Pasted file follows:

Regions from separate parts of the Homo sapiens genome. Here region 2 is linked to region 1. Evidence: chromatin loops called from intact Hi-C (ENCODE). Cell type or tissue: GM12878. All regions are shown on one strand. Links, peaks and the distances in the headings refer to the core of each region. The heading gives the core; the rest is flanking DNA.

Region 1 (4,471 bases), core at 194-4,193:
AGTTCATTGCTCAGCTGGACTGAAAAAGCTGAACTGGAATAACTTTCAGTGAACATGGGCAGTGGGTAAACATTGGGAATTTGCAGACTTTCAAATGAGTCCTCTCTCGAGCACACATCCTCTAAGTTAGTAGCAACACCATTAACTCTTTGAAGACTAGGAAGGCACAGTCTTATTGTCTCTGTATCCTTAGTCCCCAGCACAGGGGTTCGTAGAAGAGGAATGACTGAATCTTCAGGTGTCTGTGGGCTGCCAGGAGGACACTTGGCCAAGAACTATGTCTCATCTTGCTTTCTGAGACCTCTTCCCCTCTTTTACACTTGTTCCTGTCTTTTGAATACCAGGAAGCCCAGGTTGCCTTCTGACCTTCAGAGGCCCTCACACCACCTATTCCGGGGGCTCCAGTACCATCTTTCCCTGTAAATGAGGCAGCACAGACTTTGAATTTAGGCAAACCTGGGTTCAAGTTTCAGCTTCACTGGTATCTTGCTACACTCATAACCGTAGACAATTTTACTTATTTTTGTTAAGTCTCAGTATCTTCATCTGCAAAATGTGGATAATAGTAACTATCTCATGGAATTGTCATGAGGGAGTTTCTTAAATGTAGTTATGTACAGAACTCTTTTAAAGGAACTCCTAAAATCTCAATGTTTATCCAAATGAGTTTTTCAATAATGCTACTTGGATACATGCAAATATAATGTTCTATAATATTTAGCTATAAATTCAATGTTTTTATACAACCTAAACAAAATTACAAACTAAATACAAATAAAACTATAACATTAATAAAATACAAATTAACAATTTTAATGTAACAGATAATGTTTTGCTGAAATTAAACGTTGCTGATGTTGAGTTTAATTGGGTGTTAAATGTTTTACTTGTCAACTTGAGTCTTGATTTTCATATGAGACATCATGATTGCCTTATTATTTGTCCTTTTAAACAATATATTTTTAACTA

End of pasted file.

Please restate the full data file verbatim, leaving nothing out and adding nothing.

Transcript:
Regions from separate parts of the Homo sapiens genome. Here region 2 is linked to region 1. Evidence: chromatin loops called from intact Hi-C (ENCODE). Cell type or tissue: GM12878. All regions are shown on one strand. Links, peaks and the distances in the headings refer to the core of each region. The heading gives the core; the rest is flanking DNA.

Region 1 (4,471 bases), core at 194-4,193:
AGTTCATTGCTCAGCTGGACTGAAAAAGCTGAACTGGAATAACTTTCAGTGAACATGGGCAGTGGGTAAACATTGGGAATTTGCAGACTTTCAAATGAGTCCTCTCTCGAGCACACATCCTCTAAGTTAGTAGCAACACCATTAACTCTTTGAAGACTAGGAAGGCACAGTCTTATTGTCTCTGTATCCTTAGTCCCCAGCACAGGGGTTCGTAGAAGAGGAATGACTGAATCTTCAGGTGTCTGTGGGCTGCCAGGAGGACACTTGGCCAAGAACTATGTCTCATCTTGCTTTCTGAGACCTCTTCCCCTCTTTTACACTTGTTCCTGTCTTTTGAATACCAGGAAGCCCAGGTTGCCTTCTGACCTTCAGAGGCCCTCACACCACCTATTCCGGGGGCTCCAGTACCATCTTTCCCTGTAAATGAGGCAGCACAGACTTTGAATTTAGGCAAACCTGGGTTCAAGTTTCAGCTTCACTGGTATCTTGCTACACTCATAACCGTAGACAATTTTACTTATTTTTGTTAAGTCTCAGTATCTTCATCTGCAAAATGTGGATAATAGTAACTATCTCATGGAATTGTCATGAGGGAGTTTCTTAAATGTAGTTATGTACAGAACTCTTTTAAAGGAACTCCTAAAATCTCAATGTTTATCCAAATGAGTTTTTCAATAATGCTACTTGGATACATGCAAATATAATGTTCTATAATATTTAGCTATAAATTCAATGTTTTTATACAACCTAAACAAAATTACAAACTAAATACAAATAAAACTATAACATTAATAAAATACAAATTAACAATTTTAATGTAACAGATAATGTTTTGCTGAAATTAAACGTTGCTGATGTTGAGTTTAATTGGGTGTTAAATGTTTTACTTGTCAACTTGAGTCTTGATTTTCATATGAGACATCATGATTGCCTTATTATTTGTCCTTTTAAACAATATATTTTTAACTA